The following dispatch from SXSW was written by a creative director at a multinational hospitality company, attending the conference for the first time. Here, he reviews the various rentable scooter options found throughout the city.
Greetings from Austin, where there are piles of these scooters laying around like garbage. There's Bird, there's Lime, there's Spin. As a first-timer at SXSW, I was admittedly unprepared for the sheer volume of choices in the pay-to-scoot space. Each looks more or less exactly like the other--because, well, they are. As Ogilvy (must have) said (right?), "great brands are built on intangibles." With that in mind, I decided to take a look at the more esoteric qualities of the scooter options to help inform your own decision, should you be in a similar situation.
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The lightweight, tubular aluminum frame of Bird's classic model is a breeze to lift over scooter-restricted area barricades, and is theoretically useful for hand-to-hand combat in VIP line disputes. It goes fast, slightly faster than you're comfortable with if it's your first time on a motorized scooter, and the smaller wheels made the ride a little bumpier, creating an overall sense of unease. Bird also takes a different approach to payment with its prepaid credit system. This causes the rider to constantly want to check his balance on his phone so he doesn't automatically re-up, rather than just zenning out and enjoying the ride, and not crashing into things.
Verdict: you took my scooter virginity, but I'm just not ready to commit. 3/5
Lime is a sturdy, robust, welded metal beast, covered in pneumatic cables and a bright green sound-making box on its front. Not stylish, but comparatively tanklike, it's probably more likely than the other scooters to survive a collision with another vehicle, which is to say: not at all likely. Perhaps Lime might consider adding a feature that dispenses lime-scented air freshener as a USP.
Verdict: Guys. Would springing for a paint touch up kill you? They look like they got dragged behind other scooters. 2.5/5
The most stylish of the scooters, Lyft's sleek black profile is accented by a saucy pink-to-purple fade decoration. Lyft scooters are part of the Lyft family of transport brands, so you get the sense that riders are treated way better, and they're just, like, better corporate citizens. Scooter unlock is done directly through the Lyft app, making self-congratulation seamless.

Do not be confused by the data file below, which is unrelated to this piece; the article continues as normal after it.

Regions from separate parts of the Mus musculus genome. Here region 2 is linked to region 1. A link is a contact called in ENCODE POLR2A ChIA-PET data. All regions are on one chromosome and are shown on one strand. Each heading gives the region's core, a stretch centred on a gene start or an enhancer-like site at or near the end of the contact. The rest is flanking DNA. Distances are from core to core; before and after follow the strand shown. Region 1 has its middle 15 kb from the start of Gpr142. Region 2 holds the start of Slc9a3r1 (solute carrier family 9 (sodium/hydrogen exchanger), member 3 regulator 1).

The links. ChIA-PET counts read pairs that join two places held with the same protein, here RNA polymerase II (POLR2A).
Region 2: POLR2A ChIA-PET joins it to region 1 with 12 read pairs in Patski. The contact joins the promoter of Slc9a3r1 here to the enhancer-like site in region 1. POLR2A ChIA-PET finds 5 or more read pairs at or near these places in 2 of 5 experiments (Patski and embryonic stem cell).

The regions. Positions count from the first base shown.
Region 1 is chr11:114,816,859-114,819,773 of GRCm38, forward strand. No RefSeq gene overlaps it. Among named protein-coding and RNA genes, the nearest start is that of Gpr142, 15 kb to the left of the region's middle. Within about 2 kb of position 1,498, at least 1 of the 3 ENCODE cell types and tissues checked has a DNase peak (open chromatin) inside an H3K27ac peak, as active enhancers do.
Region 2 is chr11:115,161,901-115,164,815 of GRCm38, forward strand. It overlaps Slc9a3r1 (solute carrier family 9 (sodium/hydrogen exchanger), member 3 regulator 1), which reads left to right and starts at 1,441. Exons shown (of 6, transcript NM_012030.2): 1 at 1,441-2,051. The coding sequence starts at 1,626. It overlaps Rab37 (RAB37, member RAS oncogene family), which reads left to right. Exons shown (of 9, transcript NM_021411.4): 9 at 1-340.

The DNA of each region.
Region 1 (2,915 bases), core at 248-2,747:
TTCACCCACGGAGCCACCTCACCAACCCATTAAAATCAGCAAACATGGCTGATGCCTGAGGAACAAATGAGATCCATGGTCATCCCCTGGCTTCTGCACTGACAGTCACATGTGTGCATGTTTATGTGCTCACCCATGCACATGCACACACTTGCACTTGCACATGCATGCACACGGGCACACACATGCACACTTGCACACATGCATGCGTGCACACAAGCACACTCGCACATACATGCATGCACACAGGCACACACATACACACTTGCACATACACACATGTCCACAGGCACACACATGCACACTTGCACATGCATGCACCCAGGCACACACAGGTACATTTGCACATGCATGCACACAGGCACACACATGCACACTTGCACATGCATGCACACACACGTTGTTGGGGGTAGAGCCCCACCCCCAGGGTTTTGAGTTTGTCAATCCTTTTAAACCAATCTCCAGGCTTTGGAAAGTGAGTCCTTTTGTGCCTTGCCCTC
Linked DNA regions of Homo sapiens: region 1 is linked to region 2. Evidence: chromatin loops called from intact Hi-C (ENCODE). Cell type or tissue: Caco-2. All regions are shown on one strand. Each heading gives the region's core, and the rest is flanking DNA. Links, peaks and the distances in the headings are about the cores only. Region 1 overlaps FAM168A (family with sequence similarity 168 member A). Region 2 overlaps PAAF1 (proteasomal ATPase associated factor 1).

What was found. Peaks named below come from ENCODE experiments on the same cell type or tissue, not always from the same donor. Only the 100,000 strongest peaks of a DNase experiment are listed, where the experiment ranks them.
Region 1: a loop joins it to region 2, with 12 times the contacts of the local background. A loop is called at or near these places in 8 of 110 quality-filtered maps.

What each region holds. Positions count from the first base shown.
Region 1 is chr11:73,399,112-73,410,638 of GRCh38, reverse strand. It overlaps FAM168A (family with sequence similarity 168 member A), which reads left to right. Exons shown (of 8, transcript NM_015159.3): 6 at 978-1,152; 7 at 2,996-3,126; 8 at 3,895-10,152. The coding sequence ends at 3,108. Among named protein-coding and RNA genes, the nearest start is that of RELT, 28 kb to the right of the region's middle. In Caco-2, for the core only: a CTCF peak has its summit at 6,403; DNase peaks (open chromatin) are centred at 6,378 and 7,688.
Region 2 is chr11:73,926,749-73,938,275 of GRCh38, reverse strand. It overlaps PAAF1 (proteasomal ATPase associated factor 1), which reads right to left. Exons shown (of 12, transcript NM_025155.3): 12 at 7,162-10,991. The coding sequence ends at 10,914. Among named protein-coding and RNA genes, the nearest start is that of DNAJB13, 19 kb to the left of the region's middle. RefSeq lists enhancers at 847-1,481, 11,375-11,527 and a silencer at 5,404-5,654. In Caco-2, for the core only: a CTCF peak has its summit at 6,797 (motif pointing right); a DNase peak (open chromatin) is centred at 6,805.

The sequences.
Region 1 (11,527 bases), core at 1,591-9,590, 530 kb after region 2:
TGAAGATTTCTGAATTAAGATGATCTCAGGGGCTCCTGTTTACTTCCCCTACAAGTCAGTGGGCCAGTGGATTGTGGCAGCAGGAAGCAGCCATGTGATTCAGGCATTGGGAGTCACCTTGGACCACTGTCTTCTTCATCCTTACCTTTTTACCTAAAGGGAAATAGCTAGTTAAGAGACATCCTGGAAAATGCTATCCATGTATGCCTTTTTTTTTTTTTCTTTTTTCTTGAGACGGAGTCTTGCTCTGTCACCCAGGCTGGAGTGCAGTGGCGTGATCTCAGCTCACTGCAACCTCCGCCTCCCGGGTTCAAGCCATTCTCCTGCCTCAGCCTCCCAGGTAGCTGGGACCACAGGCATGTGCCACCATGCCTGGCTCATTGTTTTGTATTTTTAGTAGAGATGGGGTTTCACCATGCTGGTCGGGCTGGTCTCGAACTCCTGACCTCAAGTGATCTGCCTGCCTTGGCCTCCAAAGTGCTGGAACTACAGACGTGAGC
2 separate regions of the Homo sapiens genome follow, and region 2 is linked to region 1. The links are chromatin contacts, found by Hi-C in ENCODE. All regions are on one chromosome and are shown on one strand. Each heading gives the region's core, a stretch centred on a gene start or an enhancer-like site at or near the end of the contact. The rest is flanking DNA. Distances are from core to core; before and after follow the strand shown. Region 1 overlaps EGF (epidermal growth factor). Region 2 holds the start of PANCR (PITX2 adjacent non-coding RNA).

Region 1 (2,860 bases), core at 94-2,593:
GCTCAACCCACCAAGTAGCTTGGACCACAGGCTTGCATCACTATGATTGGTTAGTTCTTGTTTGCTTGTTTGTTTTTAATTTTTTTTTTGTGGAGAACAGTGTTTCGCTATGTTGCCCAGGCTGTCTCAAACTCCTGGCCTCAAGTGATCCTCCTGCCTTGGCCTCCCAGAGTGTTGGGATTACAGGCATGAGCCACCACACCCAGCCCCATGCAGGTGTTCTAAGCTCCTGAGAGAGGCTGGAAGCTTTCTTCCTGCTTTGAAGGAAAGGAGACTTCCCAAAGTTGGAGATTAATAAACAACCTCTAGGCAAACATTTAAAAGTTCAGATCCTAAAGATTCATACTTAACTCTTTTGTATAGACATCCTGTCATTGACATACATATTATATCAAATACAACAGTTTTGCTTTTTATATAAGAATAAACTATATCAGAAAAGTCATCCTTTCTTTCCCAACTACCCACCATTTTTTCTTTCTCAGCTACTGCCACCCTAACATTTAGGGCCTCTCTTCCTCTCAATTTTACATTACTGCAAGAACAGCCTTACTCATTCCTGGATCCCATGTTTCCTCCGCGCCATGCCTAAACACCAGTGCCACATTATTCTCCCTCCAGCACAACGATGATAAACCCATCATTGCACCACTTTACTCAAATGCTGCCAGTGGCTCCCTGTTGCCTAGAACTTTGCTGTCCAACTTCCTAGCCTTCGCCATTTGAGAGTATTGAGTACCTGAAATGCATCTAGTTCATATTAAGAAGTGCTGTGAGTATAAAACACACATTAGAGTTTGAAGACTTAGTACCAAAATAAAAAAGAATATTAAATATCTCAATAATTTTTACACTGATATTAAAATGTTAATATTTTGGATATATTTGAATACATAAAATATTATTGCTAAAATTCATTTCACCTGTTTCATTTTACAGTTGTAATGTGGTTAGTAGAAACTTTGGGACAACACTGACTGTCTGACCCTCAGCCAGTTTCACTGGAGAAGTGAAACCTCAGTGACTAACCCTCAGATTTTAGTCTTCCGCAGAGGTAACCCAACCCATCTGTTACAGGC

Verdict: wokeness is even more convenient and mobile! 4/5
This is a bright fluorescent orange scooter by Uber, which lead me to wonder: why is it called Jump instead of Uber, or UberScoot, or scooUber. What are they trying to hide? Anyway. Overall scooter construction is sturdy, powerful, and reliable. The pricing regime is better than others, offering free unlock as opposed to $1 unlock for competitors. It is by far the most prevalent scooter brand at SXSW, boasting huge lounges on the street where riders can charge phones, grab swag, and choose from scores of identical scooters. All of which gives one the sense Uber has waited for pioneers to problem-solve in the space, and has now jumped in to bury the competition under mountains of capital. Oh, okay, that's why it's called Jump!
Verdict: while I do respect the convenience and coverage, I get angsty about the mismatch between the "happy-go-lucky scooter" and "category crushing overlord" vibes. 4/5
The rarest scooter at Southby, this jaunty ride stands out for its gray plastic frame and, presumably, its ability to confer bonus points or possibly magical powers when riding. Catch them while you can, though. I was unfortunately unable to test a Spin, as the three I located all had dead batteries. It's possible I just didn't want it enough and the scooter was negging me. The people I did see riding them appeared to have achieved another, better level of scooting.
Verdict: for my money, je ne sais quoi wins out over tangible benefits, but your 15-cent-per-minute mileage may very. 5/5
Scoot safe, everyone!